offers world class sporting opportunities for the wing shooter.
The following is a brief description of what's available
for species and hunting for each region of the
The Boreal and Peace
with bears, big whitetails and moose, northern Alberta is known for
it’s bird game. Thousands upon thousands of local and migrating Canada
geese stage in northwest Alberta’s Peace country throughout September
and October. It is here that the geese fuel up on protein for the long
migration south in the surrounding fields of barley, peas and wheat. The
Peace country is a large block of parkland habitat surrounded by forests
of poplar and mixed coniferous trees. Running throughout the “Peace”
is the mighty Peace River, which is the primary roosting and staging
habitat for the birds. Several large lakes and wetlands provide
additional staging habitat for migrating wildfowl. This is the first
place where the geese are introduced to sportsmen and the birds are
naive and rarely shy from a blind.
The Peace Country
may be the very best goose-hunting destination on the continent. As with
the geese, ducks (particularly mallards) stage in the Peace parklands by
the thousands. The abundant mallards share the same food source as the
geese and very often mallards are shot prior to and in between goose
flights. Most sportsmen visiting the Peace pursue geese and duck hunting
is only secondary. For those hunters wishing to pursue field- feeding
ducks, the Peace River country is world class. The large wetlands
and lakes of the Peace parklands the boreal forests also offer some of
the best diver hunts in the West. There are literally countless
water-bodies throughout the North that have never seen a duck boat.
Late September and
early October is the ideal time to witness the migration of most duck
The Parkland region within Alberta
provides an array of opportunities for the wing shooter. The bird game
in the central Alberta is second to none.
The aspen parkland is home to the highest densities of breeding mallards
on the continent. Add to this, numerous flocks of locally raised Canada
geese and tremendous numbers of migrating Canada’s, snow geese and
white-fronted geese and ducks of all species. There is little doubt that
the region is a waterfowler’s heaven. A long season and liberal limits
only add to the package.
three species of geese with several species of ducks can comprise the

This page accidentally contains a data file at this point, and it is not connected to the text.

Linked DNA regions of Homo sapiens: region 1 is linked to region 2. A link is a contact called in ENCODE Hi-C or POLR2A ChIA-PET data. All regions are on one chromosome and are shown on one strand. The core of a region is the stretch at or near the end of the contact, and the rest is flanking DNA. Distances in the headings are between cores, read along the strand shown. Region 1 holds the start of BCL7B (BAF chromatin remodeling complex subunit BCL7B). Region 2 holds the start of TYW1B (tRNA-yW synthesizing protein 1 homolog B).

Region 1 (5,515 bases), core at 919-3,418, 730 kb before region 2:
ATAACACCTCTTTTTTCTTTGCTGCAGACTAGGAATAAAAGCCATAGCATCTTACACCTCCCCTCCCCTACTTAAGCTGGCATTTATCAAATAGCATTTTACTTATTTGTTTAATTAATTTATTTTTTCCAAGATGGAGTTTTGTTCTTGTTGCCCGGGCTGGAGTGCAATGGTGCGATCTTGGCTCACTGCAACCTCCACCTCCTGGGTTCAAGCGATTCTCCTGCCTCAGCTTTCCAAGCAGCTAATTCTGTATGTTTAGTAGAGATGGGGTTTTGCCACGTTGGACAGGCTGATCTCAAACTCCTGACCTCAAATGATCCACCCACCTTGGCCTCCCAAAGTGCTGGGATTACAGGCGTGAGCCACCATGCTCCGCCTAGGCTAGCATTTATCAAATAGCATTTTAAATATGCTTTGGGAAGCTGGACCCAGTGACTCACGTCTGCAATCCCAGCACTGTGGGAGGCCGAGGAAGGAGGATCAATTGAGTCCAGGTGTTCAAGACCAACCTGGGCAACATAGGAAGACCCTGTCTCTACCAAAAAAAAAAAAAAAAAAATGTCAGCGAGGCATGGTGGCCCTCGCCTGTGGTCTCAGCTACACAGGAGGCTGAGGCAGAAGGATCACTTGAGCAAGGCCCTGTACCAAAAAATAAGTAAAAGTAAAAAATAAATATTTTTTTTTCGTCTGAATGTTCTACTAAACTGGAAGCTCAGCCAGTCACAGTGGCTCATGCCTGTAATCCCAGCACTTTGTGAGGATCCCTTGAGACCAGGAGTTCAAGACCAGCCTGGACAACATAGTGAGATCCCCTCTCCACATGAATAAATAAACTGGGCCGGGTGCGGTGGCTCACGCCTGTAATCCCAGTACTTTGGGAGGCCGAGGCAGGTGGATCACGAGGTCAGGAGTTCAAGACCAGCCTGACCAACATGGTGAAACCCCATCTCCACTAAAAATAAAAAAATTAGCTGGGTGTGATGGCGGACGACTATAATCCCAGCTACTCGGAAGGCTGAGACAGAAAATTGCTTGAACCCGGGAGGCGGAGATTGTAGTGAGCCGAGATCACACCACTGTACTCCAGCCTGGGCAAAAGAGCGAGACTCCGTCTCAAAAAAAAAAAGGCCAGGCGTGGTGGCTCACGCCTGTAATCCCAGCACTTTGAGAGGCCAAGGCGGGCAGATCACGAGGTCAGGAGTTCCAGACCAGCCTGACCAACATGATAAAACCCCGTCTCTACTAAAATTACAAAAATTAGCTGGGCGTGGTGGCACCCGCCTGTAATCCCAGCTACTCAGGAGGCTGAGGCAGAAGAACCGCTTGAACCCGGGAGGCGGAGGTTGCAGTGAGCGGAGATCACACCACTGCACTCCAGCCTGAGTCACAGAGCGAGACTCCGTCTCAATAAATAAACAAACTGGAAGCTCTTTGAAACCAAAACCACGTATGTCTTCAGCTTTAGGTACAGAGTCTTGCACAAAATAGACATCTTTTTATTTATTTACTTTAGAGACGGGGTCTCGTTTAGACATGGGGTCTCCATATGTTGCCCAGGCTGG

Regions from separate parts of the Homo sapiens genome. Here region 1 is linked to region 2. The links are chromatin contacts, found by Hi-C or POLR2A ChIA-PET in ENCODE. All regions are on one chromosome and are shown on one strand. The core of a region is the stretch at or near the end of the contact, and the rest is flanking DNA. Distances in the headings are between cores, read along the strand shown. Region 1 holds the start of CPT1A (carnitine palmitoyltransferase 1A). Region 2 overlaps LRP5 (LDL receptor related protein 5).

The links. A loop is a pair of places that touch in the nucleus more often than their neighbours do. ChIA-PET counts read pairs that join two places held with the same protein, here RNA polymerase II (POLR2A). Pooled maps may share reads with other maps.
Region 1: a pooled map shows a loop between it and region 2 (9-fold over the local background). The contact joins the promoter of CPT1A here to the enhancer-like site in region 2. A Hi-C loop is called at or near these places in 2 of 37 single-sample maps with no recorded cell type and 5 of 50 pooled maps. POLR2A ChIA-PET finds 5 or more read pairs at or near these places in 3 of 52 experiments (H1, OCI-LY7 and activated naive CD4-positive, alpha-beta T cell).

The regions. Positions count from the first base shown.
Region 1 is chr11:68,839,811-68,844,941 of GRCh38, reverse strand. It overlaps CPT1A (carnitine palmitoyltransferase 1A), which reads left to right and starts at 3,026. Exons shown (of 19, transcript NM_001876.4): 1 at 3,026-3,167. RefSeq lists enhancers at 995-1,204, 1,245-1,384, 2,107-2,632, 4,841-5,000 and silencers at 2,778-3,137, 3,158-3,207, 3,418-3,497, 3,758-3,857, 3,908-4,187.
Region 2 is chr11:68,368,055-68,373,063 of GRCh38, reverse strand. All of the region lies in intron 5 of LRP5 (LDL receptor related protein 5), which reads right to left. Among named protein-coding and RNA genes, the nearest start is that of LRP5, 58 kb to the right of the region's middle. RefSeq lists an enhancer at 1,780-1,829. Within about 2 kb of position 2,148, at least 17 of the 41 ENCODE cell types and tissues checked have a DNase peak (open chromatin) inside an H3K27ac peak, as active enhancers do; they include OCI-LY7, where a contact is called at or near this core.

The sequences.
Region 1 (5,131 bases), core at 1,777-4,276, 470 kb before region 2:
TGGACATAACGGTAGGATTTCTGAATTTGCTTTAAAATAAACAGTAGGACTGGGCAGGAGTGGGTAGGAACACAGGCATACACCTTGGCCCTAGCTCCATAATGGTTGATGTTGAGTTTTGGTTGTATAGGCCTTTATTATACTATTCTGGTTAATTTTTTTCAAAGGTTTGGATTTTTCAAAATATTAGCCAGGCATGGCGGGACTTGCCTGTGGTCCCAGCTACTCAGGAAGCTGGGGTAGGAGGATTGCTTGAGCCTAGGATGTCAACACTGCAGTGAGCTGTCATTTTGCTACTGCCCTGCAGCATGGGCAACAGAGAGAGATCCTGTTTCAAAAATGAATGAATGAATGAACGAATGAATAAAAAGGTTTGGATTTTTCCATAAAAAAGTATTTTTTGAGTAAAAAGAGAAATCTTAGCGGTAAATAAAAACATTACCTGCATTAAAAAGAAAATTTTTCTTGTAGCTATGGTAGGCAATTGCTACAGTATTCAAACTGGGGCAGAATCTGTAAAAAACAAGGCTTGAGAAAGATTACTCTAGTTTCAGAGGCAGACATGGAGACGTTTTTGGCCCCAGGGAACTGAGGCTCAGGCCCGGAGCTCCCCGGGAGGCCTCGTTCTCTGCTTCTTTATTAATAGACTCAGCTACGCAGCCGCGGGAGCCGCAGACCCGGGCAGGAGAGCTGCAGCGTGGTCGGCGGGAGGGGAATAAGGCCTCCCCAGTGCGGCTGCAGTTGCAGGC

bag limit on any single hunt. The migration is in full swing by the
beginning of the season in mid-September and lasts until the end of
October in most years. Many of the best mallard hunts occur on
small wetlands, locally known as potholes. The mallards stage on large
bodies of water and at least once a day fly out to feed in nearby
fields. The birds will virtually always fly into a small body of water
near the field. It is here that the birds are intercepted. These hunts
can be fast and furious, often with thousands of ducks recklessly
winging into your decoys. Very often large parties of hunters are
limited out by the time the sun paints the surrounding fields gold
The Foothills and
Aside from world-class big game hunting
in Alberta’s foothills, the region also offers good opportunities for
waterfowl and upland game hunting.
Duck and goose hunting in this region is fairly localized and the
majority of opportunities occur along the eastern boundary near to
farming country. The region is best known for late season
shooting especially in the south. Warm water springs
throughout southwest Alberta provide the only open water refuge for tens
of thousands of wintering mallards. Opportunities for ducks and
geese exist from early September in the north through to late December
in the south.
One of the most attractive
aspects of Southern Alberta is the opportunities for the
sportsman, as there is an abundant diversity of bird game to
pursue. Southern Alberta is known worldwide for its quality waterfowling
opportunities. Sharing the Pacific and Central Flyways, Southern Alberta
is blessed with millions of migrating ducks and geese. The prairies have
thousands of acres of staging water with very low hunting pressure.
Field shooting of large Canada geese is particularly attractive to
visiting sportsmen, with many shoots being complimented with wave after
wave of mallards and pintails. Big water shooting opportunities
are plentiful for divers, dabblers or mixed bag hunts, with virtually no
competition. The migration and seasons begin in early September and
continue through to the end of the season in late December, although
most shallow wetlands are frozen by the first of November.
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FOR FURTHER INFORMATION AND PACKAGES AVAILABLE.